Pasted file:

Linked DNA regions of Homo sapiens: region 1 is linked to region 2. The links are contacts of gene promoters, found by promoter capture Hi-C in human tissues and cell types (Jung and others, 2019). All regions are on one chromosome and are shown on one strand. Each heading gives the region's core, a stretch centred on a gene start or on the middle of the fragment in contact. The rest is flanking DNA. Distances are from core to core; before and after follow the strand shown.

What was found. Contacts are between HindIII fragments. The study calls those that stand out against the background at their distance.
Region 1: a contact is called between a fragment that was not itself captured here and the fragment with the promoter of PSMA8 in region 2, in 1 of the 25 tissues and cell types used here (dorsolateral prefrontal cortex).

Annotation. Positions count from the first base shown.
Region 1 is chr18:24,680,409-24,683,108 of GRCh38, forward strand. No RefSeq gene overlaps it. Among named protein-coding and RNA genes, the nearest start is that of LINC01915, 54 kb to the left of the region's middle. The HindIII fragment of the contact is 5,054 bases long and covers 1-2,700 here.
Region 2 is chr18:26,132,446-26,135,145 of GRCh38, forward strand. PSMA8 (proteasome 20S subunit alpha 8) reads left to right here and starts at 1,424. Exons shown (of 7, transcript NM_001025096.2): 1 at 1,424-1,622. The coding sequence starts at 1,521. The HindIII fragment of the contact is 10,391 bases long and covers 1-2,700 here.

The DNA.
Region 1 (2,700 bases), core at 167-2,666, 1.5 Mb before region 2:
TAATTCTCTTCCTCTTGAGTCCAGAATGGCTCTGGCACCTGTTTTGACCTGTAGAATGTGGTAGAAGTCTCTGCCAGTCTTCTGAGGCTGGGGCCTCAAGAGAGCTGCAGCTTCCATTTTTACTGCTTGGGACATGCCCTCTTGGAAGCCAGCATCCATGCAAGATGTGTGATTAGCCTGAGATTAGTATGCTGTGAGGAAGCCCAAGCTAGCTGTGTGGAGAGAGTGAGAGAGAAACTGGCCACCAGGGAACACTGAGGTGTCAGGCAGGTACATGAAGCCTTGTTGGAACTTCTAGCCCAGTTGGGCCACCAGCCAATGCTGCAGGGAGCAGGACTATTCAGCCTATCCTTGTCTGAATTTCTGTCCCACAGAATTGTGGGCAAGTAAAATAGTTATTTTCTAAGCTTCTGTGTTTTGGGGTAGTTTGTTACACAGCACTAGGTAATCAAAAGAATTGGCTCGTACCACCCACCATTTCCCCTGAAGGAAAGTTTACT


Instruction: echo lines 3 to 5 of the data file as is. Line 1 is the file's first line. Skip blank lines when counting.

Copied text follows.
Region 1: a contact is called between a fragment that was not itself captured here and the fragment with the promoter of PSMA8 in region 2, in 1 of the 25 tissues and cell types used here (dorsolateral prefrontal cortex).

Annotation. Positions count from the first base shown.
Region 1 is chr18:24,680,409-24,683,108 of GRCh38, forward strand. No RefSeq gene overlaps it. Among named protein-coding and RNA genes, the nearest start is that of LINC01915, 54 kb to the left of the region's middle. The HindIII fragment of the contact is 5,054 bases long and covers 1-2,700 here.